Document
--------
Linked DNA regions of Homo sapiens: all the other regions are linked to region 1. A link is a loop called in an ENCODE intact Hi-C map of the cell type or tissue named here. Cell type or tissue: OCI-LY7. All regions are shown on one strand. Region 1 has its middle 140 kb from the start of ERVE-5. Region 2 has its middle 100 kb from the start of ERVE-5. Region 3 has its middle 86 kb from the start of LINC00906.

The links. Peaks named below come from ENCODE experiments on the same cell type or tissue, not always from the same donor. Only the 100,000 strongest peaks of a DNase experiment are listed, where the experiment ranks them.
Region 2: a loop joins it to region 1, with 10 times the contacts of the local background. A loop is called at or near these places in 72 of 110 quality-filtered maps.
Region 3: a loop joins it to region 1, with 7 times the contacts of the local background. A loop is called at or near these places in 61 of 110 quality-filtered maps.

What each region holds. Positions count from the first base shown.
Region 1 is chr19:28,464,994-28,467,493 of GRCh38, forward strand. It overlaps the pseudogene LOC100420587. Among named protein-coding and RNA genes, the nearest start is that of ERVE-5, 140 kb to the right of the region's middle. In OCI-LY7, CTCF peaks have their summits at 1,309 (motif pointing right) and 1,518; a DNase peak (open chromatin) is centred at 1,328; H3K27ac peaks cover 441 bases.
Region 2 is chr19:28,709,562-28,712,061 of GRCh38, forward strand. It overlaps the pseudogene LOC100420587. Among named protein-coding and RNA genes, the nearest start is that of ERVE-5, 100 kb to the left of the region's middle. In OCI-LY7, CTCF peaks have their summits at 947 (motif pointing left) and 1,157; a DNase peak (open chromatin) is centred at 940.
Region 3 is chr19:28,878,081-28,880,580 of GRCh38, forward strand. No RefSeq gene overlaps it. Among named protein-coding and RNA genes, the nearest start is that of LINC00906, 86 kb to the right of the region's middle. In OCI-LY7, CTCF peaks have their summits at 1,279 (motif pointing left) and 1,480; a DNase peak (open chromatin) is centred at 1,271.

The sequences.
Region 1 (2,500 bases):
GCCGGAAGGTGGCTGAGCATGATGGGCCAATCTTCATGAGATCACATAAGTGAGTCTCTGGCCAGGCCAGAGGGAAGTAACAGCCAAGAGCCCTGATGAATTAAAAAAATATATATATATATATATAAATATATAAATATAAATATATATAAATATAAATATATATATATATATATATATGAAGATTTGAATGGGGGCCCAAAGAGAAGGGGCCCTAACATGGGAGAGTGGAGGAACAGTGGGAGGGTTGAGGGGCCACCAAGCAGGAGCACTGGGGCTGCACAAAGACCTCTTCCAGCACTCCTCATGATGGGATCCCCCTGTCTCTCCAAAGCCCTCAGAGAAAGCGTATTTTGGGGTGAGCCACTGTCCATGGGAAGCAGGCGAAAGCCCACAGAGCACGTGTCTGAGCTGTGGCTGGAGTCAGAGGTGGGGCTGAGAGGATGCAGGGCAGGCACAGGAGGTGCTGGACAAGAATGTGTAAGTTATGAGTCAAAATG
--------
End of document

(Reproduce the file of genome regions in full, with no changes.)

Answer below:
Linked DNA regions of Homo sapiens: all the other regions are linked to region 1. A link is a loop called in an ENCODE intact Hi-C map of the cell type or tissue named here. Cell type or tissue: OCI-LY7. All regions are shown on one strand. Region 1 has its middle 140 kb from the start of ERVE-5. Region 2 has its middle 100 kb from the start of ERVE-5. Region 3 has its middle 86 kb from the start of LINC00906.

The links. Peaks named below come from ENCODE experiments on the same cell type or tissue, not always from the same donor. Only the 100,000 strongest peaks of a DNase experiment are listed, where the experiment ranks them.
Region 2: a loop joins it to region 1, with 10 times the contacts of the local background. A loop is called at or near these places in 72 of 110 quality-filtered maps.
Region 3: a loop joins it to region 1, with 7 times the contacts of the local background. A loop is called at or near these places in 61 of 110 quality-filtered maps.

What each region holds. Positions count from the first base shown.
Region 1 is chr19:28,464,994-28,467,493 of GRCh38, forward strand. It overlaps the pseudogene LOC100420587. Among named protein-coding and RNA genes, the nearest start is that of ERVE-5, 140 kb to the right of the region's middle. In OCI-LY7, CTCF peaks have their summits at 1,309 (motif pointing right) and 1,518; a DNase peak (open chromatin) is centred at 1,328; H3K27ac peaks cover 441 bases.
Region 2 is chr19:28,709,562-28,712,061 of GRCh38, forward strand. It overlaps the pseudogene LOC100420587. Among named protein-coding and RNA genes, the nearest start is that of ERVE-5, 100 kb to the left of the region's middle. In OCI-LY7, CTCF peaks have their summits at 947 (motif pointing left) and 1,157; a DNase peak (open chromatin) is centred at 940.
Region 3 is chr19:28,878,081-28,880,580 of GRCh38, forward strand. No RefSeq gene overlaps it. Among named protein-coding and RNA genes, the nearest start is that of LINC00906, 86 kb to the right of the region's middle. In OCI-LY7, CTCF peaks have their summits at 1,279 (motif pointing left) and 1,480; a DNase peak (open chromatin) is centred at 1,271.

The sequences.
Region 1 (2,500 bases):
GCCGGAAGGTGGCTGAGCATGATGGGCCAATCTTCATGAGATCACATAAGTGAGTCTCTGGCCAGGCCAGAGGGAAGTAACAGCCAAGAGCCCTGATGAATTAAAAAAATATATATATATATATATAAATATATAAATATAAATATATATAAATATAAATATATATATATATATATATATGAAGATTTGAATGGGGGCCCAAAGAGAAGGGGCCCTAACATGGGAGAGTGGAGGAACAGTGGGAGGGTTGAGGGGCCACCAAGCAGGAGCACTGGGGCTGCACAAAGACCTCTTCCAGCACTCCTCATGATGGGATCCCCCTGTCTCTCCAAAGCCCTCAGAGAAAGCGTATTTTGGGGTGAGCCACTGTCCATGGGAAGCAGGCGAAAGCCCACAGAGCACGTGTCTGAGCTGTGGCTGGAGTCAGAGGTGGGGCTGAGAGGATGCAGGGCAGGCACAGGAGGTGCTGGACAAGAATGTGTAAGTTATGAGTCAAAATG